Resistance 3

Review by Sally Manton

There's some excellent writing in this volume - not all of it to my taste, but certainly of a high standard.

Following on from 'Descending Horizon' from Resistance #2 there are three interconnected stories by Sylvia Knight - 'Shards' (set pre-series), 'A Friend in Need' (after Countdown - B/V, a very rare item, and not bad at all, though poor Vilakins is so blatantly second-choice), and 'On The Edge' (pre-Star One, A/B, and even more explosive and intense than the earlier story). All three men are well, if quite harshly, portrayed, and the emotion between Our Heroes is a satisfying mix of passion and vitriol, though I did miss the humour of the series. Recommended, especially the last.

M Fae Glasgow has two stories, 'Prick Up Your Ears' and 'Absence Makes the Heart Grow Fonder' both A/V. Unfortunately, though I recognise the exceptional quality of her writing, I have the same problem as in her stories in Oblaque - I don't recognise the characters. Much of the dialogue is clever, but the voices never ring true for me, especially Avon and Blake. This is, however, a very personal reaction based on differing views of the series, and lovers of A/V should get a lot out of these two stories.

'The Final Run' (post-Rumours A/V) and 'A Price to Pay' (A/B, post-Horizon) are quite good PWPs, readable but not out of the ordinary.

The final story, 'A Feast of Bacchanalia', is a rich A/B set on Destiny after Blake has won his revolution. The character called the Margravine' is a bit off-putting for me (I get annoyed by sages of any age or description) but Blake and Avon are well done, older, perhaps a smidgen wiser, but still definitely themselves, and I really liked this story.

Review by Predatrix

Generally a good 'zine, although Sylvia Knight's stories are far & away the best things in it. Pity about the typefaces, this is one of those "dog's breakfast" 'zines where each author can choose the font, no matter how repulsive, and I don't find either monospaced Courier or very compressed typefaces comfortable to read.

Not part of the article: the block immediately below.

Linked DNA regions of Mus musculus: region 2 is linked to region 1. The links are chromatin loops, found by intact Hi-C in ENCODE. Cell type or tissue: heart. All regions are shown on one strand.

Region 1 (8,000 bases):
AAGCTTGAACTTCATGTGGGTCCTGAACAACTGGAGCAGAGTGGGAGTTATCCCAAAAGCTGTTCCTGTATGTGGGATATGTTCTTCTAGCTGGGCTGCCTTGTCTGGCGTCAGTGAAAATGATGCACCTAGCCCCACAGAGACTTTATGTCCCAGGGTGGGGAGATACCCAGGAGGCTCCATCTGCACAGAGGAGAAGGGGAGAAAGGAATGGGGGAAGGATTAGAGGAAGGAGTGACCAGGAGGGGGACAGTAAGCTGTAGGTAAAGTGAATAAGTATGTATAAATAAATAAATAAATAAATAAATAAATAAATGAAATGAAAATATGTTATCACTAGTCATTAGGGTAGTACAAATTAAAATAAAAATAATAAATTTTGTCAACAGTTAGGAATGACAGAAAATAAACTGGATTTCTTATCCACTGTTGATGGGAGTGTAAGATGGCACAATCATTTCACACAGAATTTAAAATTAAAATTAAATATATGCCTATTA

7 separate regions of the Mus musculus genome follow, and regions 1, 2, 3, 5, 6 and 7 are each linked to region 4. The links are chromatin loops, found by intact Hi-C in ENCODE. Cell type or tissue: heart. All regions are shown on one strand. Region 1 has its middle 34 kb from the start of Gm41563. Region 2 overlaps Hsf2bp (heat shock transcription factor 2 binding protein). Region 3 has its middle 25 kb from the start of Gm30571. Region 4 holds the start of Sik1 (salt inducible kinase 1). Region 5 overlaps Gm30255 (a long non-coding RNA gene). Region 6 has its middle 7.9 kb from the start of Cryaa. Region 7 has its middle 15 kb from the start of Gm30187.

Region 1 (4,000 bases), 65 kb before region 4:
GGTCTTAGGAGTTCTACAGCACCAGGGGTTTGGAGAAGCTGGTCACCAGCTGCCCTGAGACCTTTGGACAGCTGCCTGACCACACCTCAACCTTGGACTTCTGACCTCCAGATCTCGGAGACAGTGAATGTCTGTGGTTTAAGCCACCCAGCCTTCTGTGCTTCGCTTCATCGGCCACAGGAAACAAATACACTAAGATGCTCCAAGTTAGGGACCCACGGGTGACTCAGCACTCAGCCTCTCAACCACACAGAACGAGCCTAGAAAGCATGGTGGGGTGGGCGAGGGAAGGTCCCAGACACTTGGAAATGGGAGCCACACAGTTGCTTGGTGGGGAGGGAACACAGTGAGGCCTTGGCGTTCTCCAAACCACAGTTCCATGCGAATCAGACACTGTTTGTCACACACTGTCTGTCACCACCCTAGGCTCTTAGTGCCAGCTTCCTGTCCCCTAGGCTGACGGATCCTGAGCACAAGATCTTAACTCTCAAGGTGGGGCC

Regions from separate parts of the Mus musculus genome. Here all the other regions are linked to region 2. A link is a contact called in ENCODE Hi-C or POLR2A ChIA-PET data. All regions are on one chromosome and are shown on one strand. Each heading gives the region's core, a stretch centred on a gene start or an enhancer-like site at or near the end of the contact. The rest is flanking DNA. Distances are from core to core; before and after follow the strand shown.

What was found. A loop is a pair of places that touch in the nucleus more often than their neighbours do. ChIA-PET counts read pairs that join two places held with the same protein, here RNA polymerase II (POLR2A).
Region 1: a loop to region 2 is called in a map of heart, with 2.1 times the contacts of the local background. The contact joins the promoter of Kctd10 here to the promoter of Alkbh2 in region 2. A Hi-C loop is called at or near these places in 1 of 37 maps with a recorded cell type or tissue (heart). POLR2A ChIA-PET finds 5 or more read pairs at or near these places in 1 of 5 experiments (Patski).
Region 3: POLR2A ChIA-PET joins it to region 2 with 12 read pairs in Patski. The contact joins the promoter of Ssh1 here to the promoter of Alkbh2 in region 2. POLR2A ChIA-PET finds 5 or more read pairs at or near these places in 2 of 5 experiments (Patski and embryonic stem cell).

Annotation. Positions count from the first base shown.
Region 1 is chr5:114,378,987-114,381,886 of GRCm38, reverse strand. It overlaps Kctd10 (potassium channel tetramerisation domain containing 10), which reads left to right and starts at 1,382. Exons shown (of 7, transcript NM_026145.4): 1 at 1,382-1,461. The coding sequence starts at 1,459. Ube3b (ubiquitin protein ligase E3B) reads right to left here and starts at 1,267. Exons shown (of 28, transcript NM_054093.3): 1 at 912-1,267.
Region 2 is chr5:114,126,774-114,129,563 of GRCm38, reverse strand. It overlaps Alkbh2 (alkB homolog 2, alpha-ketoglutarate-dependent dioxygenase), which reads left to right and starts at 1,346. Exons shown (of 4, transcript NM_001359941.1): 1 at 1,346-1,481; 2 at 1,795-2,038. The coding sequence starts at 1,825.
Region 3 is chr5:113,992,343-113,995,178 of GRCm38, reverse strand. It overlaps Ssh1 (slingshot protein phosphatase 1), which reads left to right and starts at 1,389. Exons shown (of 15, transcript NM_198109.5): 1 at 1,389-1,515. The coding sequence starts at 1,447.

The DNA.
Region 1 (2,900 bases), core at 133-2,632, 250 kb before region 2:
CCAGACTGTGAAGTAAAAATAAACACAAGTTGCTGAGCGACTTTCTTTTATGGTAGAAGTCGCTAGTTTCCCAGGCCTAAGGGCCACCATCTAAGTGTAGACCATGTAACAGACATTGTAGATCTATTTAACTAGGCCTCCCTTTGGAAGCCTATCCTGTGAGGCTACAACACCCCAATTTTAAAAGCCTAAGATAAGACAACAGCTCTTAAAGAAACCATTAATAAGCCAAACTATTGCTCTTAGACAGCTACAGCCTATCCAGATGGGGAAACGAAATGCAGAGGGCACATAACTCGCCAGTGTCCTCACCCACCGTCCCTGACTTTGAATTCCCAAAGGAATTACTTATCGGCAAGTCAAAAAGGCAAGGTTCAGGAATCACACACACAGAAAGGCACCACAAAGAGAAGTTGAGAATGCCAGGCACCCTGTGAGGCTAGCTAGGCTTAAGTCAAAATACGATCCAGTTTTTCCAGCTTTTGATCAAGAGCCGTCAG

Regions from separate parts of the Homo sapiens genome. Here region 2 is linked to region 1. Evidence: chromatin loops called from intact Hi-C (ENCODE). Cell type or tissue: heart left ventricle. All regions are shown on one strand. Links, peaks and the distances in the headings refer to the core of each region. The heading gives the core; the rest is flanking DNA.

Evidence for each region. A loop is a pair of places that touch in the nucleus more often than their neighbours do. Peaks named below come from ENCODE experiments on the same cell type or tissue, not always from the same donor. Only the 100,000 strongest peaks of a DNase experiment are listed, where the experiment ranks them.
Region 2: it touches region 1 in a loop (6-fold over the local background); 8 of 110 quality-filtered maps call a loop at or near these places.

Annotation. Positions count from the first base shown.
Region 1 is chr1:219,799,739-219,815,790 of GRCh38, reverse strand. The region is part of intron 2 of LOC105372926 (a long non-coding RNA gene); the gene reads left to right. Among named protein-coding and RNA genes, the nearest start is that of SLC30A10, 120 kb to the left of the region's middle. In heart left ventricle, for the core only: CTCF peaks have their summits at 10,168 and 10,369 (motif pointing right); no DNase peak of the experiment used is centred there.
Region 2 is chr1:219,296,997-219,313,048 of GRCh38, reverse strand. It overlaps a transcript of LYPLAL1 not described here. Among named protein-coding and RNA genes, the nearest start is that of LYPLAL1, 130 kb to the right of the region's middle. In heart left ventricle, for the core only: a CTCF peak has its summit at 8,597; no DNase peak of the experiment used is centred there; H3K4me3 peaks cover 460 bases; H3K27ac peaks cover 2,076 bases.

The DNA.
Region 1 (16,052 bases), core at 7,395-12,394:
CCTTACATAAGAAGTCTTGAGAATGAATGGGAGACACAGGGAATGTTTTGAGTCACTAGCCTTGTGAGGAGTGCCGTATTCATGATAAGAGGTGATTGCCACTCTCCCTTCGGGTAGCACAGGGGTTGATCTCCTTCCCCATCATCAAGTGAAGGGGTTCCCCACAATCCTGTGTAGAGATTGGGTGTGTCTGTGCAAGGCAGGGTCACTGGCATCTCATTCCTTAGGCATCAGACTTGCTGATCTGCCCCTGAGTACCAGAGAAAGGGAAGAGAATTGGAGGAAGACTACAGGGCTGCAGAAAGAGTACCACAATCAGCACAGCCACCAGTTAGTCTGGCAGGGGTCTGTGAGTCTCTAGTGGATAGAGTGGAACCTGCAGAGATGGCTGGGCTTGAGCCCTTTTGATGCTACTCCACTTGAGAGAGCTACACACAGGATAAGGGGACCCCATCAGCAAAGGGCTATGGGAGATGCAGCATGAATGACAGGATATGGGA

Shards (A as child) -- Sylvia Knight

Stunningly powerful & wrenching story that despite no overt sex is more adult than most sex stories. This author has a lucid style (with occasional lyrical touches) and an ability to write internal description without drifting into bad writing. She also never lets the POV slip (not faint praise at all after the "wobbly" POV all-too-prevalent in other zine stories, including some from this). The implicit child-abuse plot is chilling, and A's evil brother is a worthy villain: a nascent puppeteer with decadent tastes, he treats the family circle as a private brothel. Don't miss this story whatever other 'zine you miss. Also fits in a cycle with two other stories in this issue and *Descending Horizon* -- Resistance 2.

A Friend in Need (B/V) -- Sylvia Knight

Very few people can make this pairing work, but Sylvia Knight puts in enough accuracy and characterisation to do it. Again, rather a lot of internal character-describing-his-emotions stuff but she makes that work, too. The friendly half-drunken tumble is surely handled, and Knight doesn't put a foot wrong throughout (apart from the occasional Americanism, but that's personal taste: as a Brit, I can't hear "I like most everything" in Blake's voice. It's just not idiomatic anywhere but the States). But despite that, and despite using a relationship that won't be central for most readers, this story works. Same sequence as the last. Don't miss.

On the Edge (A/B) -- Sylvia Knight

A fitting, and wrenching, climax to the sequence. It's much more painful to watch Avon's dark-and-twisted psyche at work knowing the backstory from *Shards.* Dark psychology and hot sex: rather like an *Oblaque* story really. Which is, of course, praise. One for tragedy fans: through no fault of their own, the characters have fallen in love with the wrong people -- each other -- and any closeness can only be temporary. I'm not a tragedy fan, but I love these stories anyway.